Michael Spavor, Canadian Accused of Spying, Stands Trial in China

Michael Spavor, Canadian Accused of Spying, Stands Trial in China

Michael Spavor, Canadian Accused of Spying, Stands Trial in China

Michael Spavor, Canadian Accused of Spying, Stands Trial in China

A Chinese court on Friday went forward with a trial of a Canadian businessman who has been held in detention for more than two years on charges of spying, in a case that has prompted a global outcry and calls for the United States to intervene.

A court in Dandong, a northeastern Chinese city, held the trial of the Canadian, Michael Spavor, who worked to promote cultural trips to North Korea before he was detained in late 2018, in seeming retaliation for Canada’s decision to arrest a top Chinese technology executive at the request of the United States.

The court said in a terse statement that Mr. Spavor had been tried on charges of spying and “illegally providing state secrets for foreign countries.” It said a verdict would be announced at a later date.

In a sign of China’s efforts to control the proceedings, the authorities barred the public and news media from attending the trial. A group of 10 diplomats representing eight countries, including Canada and the United States, tried to seek access to the trial in Dandong, a seaside city near China’s border with North Korea, but were turned away. The court said the trial, which lasted about two hours, had been held in private because it involved state secrets.

“We are deeply troubled by the lack of transparency surrounding these proceedings,” Jim Nickel, a top official at the Canadian Embassy in Beijing who tried to attend the trial, said in a statement.

Another Canadian, Michael Kovrig, a former diplomat who was also detained in 2018, is expected to stand trial in Beijing on Monday.

Since they were detained, Mr. Spavor and Mr. Kovrig have been at the center of a heated international dispute among China, Canada and the United States.

China, accusing Western countries of trying to thwart its rise as a technology superpower, is pressing the United States to drop a sweeping fraud case against Meng Wanzhou, the chief financial officer of the Chinese technology giant Huawei. The United States, which is seeking Ms. Meng’s extradition, has called on China to release Mr. Spavor and Mr. Kovrig.

“The trials of the two Michaels are revenge for Ms. Meng,” said Guy Saint-Jacques, a veteran Canadian ambassador to China who was Mr. Kovrig’s boss when he was first secretary at the Canadian Embassy in Beijing. “It is a message to Canada and the world: ‘Don’t mess with China.’”

The issue of the Canadians was expected to come up as top Biden administration officials met their Chinese counterparts in Anchorage starting on Thursday. Friends and relatives of Mr. Spavor and Mr. Kovrig have called on President Biden and Canada’s prime minister, Justin Trudeau, to take action to secure their release.

American officials said on Friday that they were “deeply alarmed” by China’s decision to go forward with the trials of Mr. Spavor and Mr. Kovrig. “We stand shoulder to shoulder with Canada in calling for their immediate release,” a spokesman for the United States Embassy in Beijing said in a statement.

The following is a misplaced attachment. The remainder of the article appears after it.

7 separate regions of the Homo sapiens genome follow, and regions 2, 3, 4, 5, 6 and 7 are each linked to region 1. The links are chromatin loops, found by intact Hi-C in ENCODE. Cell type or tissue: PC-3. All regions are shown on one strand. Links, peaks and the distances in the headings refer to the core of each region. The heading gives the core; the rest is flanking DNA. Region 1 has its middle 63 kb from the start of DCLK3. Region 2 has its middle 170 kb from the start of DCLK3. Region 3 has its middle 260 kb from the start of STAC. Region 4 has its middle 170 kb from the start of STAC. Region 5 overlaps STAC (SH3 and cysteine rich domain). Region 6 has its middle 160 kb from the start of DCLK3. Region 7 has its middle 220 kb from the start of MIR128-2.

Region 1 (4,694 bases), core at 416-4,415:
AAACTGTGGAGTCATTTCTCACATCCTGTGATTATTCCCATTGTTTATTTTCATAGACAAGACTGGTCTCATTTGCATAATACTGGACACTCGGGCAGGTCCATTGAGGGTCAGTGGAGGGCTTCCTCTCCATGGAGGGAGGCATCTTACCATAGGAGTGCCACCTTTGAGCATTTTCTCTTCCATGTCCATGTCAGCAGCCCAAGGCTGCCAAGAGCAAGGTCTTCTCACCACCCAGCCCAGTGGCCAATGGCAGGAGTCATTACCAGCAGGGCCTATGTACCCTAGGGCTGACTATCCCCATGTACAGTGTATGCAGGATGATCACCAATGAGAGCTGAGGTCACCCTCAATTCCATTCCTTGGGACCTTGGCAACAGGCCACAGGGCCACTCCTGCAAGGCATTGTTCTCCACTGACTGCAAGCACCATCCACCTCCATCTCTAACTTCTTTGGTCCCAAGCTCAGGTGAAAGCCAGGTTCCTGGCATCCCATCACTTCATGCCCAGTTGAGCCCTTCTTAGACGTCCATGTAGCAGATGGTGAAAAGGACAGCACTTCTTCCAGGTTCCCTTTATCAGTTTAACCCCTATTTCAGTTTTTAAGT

Any compromise with Beijing could be elusive, as China has not shown signs of backing down, instead using its prosecution of the two men to project an image of strength and demand that the United States withdraw its extradition request for Ms. Meng.

“Beijing is making it clear that the two Michaels will be put on trial with Chinese characteristics: closed to the public and to the media,” said Diana Fu, an associate professor of political science at the University of Toronto. “Its actions leave little doubt about who the ultimate decider of the Canadians’ fate will be — the Chinese Communist Party, not Biden, not Trudeau.”

The imprisonment of the two men has spurred calls in Canada for tougher action against China. According to a recent poll by the Angus Reid Institute, a leading polling company, only 14 percent of Canadians have a favorable view of China. A majority view the Chinese government’s freeing the two Canadians as a prerequisite to resetting relations.

“There is a backlash against China in Canada, and the trial will only harden attitudes,” said Gordon Houlden, director emeritus of the University of Alberta China Institute. He added that the case of the two Michaels underlined the limited leverage of a middle power like Canada when faced with an economic and political behemoth like China.

Legal experts and human rights activists have denounced China’s treatment of the Canadians, accusing Chinese officials of resorting to “hostage diplomacy.” The two men, held in separate prisons in northern China, have been largely cut off from the world and at times forced to go months without visits from diplomats. They have had limited access to defense lawyers.

“Like so many instances in which Chinese authorities seek to silence a critic or settle a score, these cases have nothing to do with law,” said Sophie Richardson, China director at Human Rights Watch.

A self-described consultant, Mr. Spavor ran an organization in Dandong that promoted cultural trips to North Korea. He established high-level contacts there and once met North Korea’s leader, Kim Jong-un. In 2013, Mr. Spavor helped arrange a visit to North Korea by Dennis Rodman, the former N.B.A. star.

“Michael is just an ordinary Canadian businessman,” his family said in a statement before the trial on Friday. “He loved living and working in China and would never have done anything to offend the interests of China or the Chinese people. We stand by Michael and maintain his innocence in this difficult situation.”

Claire Fu and Albee Zhang contributed research.

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